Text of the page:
Claire Alexander, Simon Duncan and Rosalind Edwards (eds)
The Tufnell Press (2010)
Policy makers and media claim that teenage parenthood ruins young people’s lives and those of their children, as well as threatening wider social and moral breakdown. Yet research increasingly shows that parenthood is not necessarily a disaster for young women and young men, and indeed can sometimes improve their lives. Why is that becoming a mother or father can make sense for and be valued by some young people? And why is that policy makers ignore the research evidence that teenage parenthood is not an inevitable catastrophe?
Teenage Parenthood: what’s the problem? presents recent quantitative and qualitative research on teenage motherhood and fatherhood, in an accessible manner. Contributors look at:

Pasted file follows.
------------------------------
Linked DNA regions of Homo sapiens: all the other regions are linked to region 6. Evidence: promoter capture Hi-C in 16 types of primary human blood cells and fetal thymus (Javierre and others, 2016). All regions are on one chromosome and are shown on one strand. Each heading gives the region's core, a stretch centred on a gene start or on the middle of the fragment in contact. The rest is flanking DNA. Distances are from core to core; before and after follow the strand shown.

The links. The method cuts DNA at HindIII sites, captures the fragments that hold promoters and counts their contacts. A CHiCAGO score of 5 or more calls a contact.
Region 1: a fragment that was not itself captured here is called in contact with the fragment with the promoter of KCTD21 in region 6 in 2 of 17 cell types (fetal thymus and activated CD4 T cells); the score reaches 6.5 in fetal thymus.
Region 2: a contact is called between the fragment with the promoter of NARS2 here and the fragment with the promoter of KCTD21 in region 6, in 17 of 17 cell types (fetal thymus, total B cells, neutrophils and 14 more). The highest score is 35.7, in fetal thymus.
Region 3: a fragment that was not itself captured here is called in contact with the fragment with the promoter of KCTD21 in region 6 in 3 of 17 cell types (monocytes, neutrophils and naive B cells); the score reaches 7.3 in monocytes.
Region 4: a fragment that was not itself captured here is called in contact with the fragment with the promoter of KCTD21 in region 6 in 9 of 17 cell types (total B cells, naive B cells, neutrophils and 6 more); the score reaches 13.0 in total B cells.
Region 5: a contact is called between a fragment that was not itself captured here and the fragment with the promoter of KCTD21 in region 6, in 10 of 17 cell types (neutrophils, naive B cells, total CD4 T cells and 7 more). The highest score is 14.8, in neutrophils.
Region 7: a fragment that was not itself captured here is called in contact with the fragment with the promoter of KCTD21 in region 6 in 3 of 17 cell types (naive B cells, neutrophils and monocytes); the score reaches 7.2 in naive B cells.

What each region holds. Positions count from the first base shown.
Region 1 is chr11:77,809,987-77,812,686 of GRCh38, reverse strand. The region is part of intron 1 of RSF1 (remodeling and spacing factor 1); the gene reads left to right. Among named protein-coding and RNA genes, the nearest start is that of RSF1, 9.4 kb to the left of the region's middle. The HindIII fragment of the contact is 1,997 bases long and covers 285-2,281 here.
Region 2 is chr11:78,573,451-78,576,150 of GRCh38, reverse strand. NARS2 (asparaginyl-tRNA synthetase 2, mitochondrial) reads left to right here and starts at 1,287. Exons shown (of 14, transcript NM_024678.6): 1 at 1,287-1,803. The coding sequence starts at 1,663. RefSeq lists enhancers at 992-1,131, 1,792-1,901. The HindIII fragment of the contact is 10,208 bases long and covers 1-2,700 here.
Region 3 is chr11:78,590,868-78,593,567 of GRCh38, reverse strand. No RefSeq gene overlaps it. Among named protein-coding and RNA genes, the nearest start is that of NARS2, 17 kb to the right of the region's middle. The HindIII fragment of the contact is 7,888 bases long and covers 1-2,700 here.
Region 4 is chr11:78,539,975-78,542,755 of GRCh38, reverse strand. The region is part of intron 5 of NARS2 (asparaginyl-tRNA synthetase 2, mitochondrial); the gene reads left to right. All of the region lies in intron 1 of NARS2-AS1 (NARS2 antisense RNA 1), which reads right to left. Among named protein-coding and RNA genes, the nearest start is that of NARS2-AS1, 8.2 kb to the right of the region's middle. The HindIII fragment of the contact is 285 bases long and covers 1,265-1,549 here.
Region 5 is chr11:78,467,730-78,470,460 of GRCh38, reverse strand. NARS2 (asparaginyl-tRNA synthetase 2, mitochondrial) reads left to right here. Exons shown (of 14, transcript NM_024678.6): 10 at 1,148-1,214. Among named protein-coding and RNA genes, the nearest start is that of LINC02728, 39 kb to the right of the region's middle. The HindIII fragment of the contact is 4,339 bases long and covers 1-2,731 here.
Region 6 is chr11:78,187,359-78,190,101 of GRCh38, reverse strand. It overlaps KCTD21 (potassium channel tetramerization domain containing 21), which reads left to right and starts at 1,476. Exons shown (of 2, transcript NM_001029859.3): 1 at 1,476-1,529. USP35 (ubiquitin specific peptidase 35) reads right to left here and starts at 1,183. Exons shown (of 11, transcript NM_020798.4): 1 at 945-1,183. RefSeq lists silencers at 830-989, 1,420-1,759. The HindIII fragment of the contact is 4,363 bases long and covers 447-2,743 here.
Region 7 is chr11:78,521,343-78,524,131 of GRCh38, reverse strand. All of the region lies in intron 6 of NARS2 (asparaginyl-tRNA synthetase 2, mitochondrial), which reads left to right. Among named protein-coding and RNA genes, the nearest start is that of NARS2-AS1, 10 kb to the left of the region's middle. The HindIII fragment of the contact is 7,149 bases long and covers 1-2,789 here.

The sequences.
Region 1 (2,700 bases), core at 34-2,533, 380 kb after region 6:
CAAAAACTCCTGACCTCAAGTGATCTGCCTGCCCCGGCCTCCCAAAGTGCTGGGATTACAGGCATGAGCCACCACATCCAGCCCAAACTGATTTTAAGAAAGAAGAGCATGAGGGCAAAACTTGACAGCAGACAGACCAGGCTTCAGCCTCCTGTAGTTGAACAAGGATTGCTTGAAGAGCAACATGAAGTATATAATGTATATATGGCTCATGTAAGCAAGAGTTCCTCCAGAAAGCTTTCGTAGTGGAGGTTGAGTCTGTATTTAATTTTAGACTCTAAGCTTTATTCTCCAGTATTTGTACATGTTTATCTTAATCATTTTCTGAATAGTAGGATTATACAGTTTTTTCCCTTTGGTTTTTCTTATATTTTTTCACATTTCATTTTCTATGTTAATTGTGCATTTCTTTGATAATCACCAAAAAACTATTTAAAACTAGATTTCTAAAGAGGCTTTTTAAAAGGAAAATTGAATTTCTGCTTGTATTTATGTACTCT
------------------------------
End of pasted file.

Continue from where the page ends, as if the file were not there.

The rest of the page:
the relationship between age, pre-existing disadvantage and social outcomes for mothers and their children
the gulf between government policy assumptions and the understandings of teenage parents and their families
the variable ways in which young mothers’ and fathers’ ethnic identification articulates with gender, class and age
how young parents see themselves as ‘just another mum or dad’ when it comes to parenting, education and employment
commonalities in resilience and family support for teenage parents between and over generations
links between experiences of parenting and self-identity, and how these can be affected by support from family and friends, and by formal service delivery
These issues are placed in the context of a wide-ranging review of research evidence on teenage parenting, and a consideration of why government policy seems to ignore this evidence.
This book will appeal to academics, policymakers and professionals with an interest in new and challenging perspectives on policies around teenage parenthood and on young mothers and fathers’ experiences.
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